This presentation engages some of the commonly used markers to identify the city and its transformations. I argue that the familiar terms of gentrification and density are not quite useful in capturing what is happening today in a growing number of cities worldwide. To take just this past year, from mid-2014 to mid 2015, over a trillion US dollars was invested in buying (not building) properties in 100 major cities across the world; these numbers include only properties priced at over $5million and exclude investments in urban development/new construction. Gentrification does not quite capture this new phase, nor does it quite capture the fact that, for example, the Qatari Royals now own more of central London than does the British Queen. Nor does density quite work today as the identifier of cities it once was. The massive corporate buying and build up of pieces of our cities threatens the urbanity of a city: a vast concentration of high-rise buildings used to be a strong marker of a city. But today it may actually be signaling a vast privately controlled megaproject in the heart of a city. Thus density of this sort may actually have the effect of de-urbanizing cities even as it raises their density. Density by itself is no longer a good indicator of urbanity. The corporate buying of vast stretches of city centers along with the expanded footprint of privately controlled mega projects brings with it a de-urbanizing of the center of these cities. My concern is not with the issue of foreign versus national investments, nor is it with high-rise buildings per se, including a significant concentration of them. It is with something I call “cityness.” And one key element of cityness is precisely the sense that nobody can own it, that no matter how much private ownership of buildings and housing, the city is a complex but open system. The city as cityness belongs to all and to no one. In that sense then also, a second key marker for cityness in my work is that the city is a place where even those without power get to make a history, an economy, a culture.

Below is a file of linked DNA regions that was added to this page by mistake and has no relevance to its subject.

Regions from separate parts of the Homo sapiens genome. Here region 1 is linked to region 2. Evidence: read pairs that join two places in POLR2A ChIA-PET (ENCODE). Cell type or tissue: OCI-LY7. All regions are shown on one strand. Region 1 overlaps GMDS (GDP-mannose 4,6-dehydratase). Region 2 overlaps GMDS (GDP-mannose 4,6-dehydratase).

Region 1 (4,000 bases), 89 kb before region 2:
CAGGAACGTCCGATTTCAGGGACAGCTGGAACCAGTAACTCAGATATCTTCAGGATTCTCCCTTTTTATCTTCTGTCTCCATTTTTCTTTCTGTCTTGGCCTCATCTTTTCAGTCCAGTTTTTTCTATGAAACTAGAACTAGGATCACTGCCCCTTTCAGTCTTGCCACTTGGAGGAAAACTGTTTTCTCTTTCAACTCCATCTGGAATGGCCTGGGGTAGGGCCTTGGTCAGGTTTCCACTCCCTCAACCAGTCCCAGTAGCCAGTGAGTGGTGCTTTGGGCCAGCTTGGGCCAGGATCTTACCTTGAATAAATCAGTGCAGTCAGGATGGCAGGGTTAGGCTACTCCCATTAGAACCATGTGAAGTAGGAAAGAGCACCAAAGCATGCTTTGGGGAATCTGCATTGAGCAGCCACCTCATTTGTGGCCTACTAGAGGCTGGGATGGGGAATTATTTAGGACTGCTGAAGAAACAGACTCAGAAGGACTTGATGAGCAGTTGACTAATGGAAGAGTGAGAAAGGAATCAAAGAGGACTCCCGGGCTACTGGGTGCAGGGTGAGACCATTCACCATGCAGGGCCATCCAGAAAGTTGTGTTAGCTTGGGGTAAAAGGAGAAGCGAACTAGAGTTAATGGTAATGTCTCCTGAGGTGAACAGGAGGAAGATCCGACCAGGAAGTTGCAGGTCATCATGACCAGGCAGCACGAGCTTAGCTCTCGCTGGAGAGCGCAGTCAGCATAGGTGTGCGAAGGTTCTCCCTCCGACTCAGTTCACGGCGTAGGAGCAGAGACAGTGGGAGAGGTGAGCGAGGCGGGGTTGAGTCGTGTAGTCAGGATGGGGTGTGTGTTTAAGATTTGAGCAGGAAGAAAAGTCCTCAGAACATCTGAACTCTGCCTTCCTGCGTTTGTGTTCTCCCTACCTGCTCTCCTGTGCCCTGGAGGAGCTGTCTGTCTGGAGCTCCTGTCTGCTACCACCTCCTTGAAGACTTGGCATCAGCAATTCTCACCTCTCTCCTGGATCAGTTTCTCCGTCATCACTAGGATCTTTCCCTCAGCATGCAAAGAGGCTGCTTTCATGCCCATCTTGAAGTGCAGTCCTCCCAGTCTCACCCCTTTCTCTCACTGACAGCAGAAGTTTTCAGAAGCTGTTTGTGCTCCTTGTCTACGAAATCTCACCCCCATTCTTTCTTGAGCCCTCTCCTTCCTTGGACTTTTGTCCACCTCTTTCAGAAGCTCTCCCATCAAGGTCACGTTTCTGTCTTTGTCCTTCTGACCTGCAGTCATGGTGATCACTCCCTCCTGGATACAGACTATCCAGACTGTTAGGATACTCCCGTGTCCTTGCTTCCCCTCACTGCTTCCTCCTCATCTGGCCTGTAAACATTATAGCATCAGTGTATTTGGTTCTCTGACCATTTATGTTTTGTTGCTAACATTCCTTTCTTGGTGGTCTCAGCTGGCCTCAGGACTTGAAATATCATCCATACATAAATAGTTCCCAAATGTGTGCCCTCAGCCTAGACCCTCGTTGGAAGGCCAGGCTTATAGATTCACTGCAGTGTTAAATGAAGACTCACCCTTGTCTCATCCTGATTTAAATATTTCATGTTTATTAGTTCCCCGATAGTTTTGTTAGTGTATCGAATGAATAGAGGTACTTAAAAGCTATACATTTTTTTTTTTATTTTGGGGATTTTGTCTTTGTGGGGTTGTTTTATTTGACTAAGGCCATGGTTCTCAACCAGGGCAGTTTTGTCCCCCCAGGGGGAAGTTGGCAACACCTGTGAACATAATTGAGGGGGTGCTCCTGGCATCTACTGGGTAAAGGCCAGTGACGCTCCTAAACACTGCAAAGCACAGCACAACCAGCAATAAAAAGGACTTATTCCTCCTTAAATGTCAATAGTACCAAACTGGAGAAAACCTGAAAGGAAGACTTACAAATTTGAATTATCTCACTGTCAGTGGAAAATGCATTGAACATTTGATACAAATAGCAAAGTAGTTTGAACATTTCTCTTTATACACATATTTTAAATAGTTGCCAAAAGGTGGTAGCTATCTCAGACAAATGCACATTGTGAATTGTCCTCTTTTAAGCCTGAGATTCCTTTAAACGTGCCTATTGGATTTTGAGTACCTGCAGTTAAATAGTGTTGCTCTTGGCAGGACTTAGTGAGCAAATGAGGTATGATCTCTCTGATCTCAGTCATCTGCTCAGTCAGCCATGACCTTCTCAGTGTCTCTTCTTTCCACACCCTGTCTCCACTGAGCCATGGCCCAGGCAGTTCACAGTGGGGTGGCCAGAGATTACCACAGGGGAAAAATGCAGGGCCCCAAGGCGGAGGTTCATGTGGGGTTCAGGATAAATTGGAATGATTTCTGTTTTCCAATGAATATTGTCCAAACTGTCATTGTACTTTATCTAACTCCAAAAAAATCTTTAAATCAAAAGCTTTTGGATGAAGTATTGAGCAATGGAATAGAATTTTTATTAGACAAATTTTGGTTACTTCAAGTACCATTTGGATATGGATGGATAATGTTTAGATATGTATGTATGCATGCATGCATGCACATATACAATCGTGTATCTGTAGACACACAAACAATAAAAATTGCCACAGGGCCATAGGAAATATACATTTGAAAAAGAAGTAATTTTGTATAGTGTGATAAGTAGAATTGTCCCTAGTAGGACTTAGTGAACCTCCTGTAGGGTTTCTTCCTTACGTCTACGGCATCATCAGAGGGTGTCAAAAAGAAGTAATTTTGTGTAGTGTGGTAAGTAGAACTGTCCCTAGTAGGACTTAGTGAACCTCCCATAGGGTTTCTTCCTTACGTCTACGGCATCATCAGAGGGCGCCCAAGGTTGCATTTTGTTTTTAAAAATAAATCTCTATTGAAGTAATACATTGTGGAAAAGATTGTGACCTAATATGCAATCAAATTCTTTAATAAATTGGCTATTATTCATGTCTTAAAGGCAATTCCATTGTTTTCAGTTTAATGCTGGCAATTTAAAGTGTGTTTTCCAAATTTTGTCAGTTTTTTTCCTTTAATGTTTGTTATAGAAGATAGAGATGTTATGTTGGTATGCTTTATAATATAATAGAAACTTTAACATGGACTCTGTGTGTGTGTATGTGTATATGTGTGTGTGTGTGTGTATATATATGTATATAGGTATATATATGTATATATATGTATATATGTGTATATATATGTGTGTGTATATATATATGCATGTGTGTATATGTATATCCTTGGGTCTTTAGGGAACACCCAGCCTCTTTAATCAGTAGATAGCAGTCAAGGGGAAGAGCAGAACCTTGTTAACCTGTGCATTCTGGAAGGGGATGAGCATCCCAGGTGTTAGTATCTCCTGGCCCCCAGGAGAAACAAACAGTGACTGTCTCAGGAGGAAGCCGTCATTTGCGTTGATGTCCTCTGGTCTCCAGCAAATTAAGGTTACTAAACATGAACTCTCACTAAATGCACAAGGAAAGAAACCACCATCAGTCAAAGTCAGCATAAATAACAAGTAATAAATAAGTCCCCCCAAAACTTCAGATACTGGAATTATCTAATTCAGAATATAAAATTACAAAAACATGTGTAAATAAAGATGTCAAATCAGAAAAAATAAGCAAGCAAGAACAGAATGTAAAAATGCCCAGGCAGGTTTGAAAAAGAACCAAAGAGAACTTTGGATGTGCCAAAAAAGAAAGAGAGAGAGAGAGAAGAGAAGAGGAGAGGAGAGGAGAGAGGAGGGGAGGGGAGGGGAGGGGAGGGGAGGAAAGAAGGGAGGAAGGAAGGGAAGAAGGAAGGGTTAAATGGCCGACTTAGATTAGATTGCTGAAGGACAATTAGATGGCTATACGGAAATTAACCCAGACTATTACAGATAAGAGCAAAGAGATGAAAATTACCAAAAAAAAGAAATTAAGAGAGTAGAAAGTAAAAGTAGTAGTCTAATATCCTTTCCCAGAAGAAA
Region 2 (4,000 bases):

Saskia Sassen is the Robert S. Lynd Professor of Sociology and Chair, The Committee on Global Thought, Columbia University. She is the author of several books and the recipient of diverse awards and mentions, ranging from multiple doctor honoris causa to named lectures and being selected for various honors lists. Her recent book is Expulsions: Brutality and Complexity in the Global Economy. (Harvard University Press 2014). www.saskiasassen.com